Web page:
Trump’s anti-gay judicial nominee breaks down crying while denying he’s a homophobe

judiciary nominee Lawrence VanDyke crying

One of Donald Trump’s judicial nominees, anti-LGBT+ lawyer Lawrence VanDyke, broke down crying at a hearing when accused of being anti-LGBT+.

The Senate Judiciary Committee held the confirmation hearing on Wednesday, October 30, to help decide whether VanDyke would be fit to serve as a judge on the US Court of Appeals for the Ninth Circuit.

But the American Bar Association (ABA) had written a letter saying that a “substantial majority” of its committee had rated VanDyke “not qualified” for the position, in large part because of his anti-LGBT+ record.

The letter read: “Some interviewees raised concerns about whether Mr. VanDyke would be fair to persons who are gay, lesbian, or otherwise part of the LGBTQ community.

“Mr VanDyke would not say affirmatively that he would be fair to any litigant before him, notably members of the LGBTQ community.”

Senator Josh Hawley asked the judicial nominee if it was true that he would not be able to judge fairly when it came to LGBT+ people, and VanDyke began to break down sobbing.

Through the tears, he said: “That was the part of the letter… No, I did not say that. I do not believe that.

“It is a fundamental belief that all people are created in the image of God. They should all be treated with dignity and respect, senator.”

Trump’s judicial nominee Lawrence VanDyke may not treat LGBT+ people with “dignity and respect”, according to his record.

Lawrence VanDyke agreed that he would treat “every living entity” with dignity and respect, but his anti-LGBT+ record suggests otherwise.

In 2004, while a student at Harvard, he wrote an opinion piece in which he said that marriage equality would “hurt families, and consequentially children and society”.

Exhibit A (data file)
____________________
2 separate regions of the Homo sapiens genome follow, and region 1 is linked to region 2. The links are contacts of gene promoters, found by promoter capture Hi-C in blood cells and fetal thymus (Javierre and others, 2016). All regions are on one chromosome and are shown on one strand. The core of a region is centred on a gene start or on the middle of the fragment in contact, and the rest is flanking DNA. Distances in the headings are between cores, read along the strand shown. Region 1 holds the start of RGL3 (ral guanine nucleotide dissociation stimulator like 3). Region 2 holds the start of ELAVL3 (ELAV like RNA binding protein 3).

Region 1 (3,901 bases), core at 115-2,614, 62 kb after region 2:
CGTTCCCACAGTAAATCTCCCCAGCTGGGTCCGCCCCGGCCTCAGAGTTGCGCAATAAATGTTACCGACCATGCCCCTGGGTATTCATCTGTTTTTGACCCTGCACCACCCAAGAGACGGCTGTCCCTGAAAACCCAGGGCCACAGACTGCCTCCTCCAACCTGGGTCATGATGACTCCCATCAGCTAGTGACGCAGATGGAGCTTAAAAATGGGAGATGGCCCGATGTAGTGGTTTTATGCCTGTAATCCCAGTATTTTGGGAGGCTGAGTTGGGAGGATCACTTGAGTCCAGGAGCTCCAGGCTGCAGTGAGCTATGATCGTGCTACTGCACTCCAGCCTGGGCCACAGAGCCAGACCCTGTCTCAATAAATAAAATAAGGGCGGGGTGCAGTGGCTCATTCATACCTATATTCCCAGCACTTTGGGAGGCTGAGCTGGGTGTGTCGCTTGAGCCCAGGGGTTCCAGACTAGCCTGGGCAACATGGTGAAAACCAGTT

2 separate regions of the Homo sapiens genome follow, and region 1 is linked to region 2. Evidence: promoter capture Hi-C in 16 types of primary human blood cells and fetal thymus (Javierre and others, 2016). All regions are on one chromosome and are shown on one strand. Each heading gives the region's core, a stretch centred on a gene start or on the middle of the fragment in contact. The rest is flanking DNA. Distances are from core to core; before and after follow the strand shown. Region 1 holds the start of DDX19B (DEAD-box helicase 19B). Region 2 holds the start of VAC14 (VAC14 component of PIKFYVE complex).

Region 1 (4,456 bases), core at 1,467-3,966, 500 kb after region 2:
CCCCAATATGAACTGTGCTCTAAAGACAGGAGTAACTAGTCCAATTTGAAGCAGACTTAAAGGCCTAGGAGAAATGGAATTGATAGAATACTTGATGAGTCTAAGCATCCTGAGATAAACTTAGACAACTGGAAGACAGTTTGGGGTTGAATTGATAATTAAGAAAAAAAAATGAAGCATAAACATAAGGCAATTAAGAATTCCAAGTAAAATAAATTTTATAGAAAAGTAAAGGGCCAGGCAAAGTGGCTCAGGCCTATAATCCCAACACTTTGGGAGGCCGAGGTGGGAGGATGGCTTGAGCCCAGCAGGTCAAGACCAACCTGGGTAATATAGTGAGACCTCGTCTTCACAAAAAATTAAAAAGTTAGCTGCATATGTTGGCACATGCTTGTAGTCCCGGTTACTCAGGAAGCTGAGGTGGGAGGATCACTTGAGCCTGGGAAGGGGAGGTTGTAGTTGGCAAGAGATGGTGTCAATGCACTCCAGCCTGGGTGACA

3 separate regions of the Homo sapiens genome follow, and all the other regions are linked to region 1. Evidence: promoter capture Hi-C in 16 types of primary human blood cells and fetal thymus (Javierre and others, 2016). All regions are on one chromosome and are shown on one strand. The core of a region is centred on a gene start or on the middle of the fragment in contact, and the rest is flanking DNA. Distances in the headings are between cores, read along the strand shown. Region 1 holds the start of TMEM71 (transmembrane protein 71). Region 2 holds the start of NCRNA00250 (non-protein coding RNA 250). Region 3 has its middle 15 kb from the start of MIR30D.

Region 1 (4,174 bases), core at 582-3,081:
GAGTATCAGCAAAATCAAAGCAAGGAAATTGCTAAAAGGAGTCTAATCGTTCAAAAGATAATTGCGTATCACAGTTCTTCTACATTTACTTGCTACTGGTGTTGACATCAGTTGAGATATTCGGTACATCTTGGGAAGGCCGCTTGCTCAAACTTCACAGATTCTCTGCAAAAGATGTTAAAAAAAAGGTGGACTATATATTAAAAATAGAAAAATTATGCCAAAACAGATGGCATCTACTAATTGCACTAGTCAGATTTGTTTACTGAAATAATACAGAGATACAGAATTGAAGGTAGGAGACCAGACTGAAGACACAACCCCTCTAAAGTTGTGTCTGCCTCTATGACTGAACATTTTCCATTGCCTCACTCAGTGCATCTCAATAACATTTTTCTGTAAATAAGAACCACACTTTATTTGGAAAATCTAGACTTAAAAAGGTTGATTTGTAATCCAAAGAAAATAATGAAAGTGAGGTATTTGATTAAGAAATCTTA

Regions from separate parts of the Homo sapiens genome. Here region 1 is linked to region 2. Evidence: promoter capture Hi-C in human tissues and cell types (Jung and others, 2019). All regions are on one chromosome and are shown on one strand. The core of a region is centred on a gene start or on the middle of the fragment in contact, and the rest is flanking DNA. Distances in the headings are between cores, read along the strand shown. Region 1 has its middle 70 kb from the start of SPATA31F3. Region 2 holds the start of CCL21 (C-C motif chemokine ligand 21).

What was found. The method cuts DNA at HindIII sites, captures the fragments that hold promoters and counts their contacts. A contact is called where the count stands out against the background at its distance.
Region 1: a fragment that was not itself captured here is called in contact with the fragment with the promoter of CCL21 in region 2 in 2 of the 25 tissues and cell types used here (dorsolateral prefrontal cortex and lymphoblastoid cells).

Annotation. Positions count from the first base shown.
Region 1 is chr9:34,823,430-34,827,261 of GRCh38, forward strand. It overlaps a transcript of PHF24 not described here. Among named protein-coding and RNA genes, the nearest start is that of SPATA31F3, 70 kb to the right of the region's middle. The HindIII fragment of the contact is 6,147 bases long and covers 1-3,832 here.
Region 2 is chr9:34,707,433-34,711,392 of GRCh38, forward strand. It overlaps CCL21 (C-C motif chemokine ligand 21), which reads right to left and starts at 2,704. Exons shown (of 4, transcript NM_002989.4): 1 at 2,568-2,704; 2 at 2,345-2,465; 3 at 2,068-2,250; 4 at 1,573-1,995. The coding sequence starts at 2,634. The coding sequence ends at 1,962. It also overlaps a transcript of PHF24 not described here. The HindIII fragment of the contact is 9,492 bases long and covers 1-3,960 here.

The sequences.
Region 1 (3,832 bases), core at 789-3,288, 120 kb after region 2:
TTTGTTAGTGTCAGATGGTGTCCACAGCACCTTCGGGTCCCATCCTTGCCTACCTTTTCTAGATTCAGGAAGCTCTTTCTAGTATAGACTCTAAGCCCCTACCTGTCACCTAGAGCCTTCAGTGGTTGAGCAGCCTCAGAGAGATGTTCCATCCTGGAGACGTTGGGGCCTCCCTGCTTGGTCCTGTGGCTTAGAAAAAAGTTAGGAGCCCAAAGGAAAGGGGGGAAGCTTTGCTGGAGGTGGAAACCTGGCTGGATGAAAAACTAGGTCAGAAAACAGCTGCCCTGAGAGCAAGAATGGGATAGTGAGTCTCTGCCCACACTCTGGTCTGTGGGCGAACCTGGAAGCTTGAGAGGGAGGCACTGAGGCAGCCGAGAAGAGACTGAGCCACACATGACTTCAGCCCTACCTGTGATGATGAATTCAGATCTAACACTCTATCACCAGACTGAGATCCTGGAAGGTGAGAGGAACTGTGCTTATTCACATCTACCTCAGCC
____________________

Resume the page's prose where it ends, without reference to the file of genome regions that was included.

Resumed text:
According to The Hill, when asked about this during the hearing VanDyke said: “My personal views have definitely changed since 2004, but as to exactly what my personal views are, senator, I don’t want to leave the impression that those would play any role in how I would judge as a judge.”

In 2013, as Montana solicitor general, he supported state-wide bans on same-sex marriage and supported the Defense of Marriage Act. In the same year he also backed a photography company, Elaine Photography, which refused to take wedding photos for same-sex couples.

According to the Washington Blade, VanDyke wrote in an email at the time that if the Elaine Photography case went to the Supreme Court it “could be very important in establishing that gay rights cannot always trump religious liberty”.

Asked about the email during his hearing, VanDyke deflected and brought up a different case he was involved in which decided whether the Christian Legal Society at the University of California could bar LGBT+ people from joining.

VanDyke said: “It was a case involving LGBTQ rights and also involving religious liberty, and I’m so happy to have the role that I had in that case.”

Except the judicial nominee did not defend LGBT+ rights in that case. Although he represented “gays and lesbians for individual liberty”, the group was actually arguing that the society did have the right to exclude LGBT+ people.

Another of Trump’s nominees for the role, gay Republican Patrick Butamay, also took part in a confirmation hearing on the same day, although it was less dramatic.

California senator Dianne Feinstein said that Butamay did not have enough experience to be a federal appeals judge.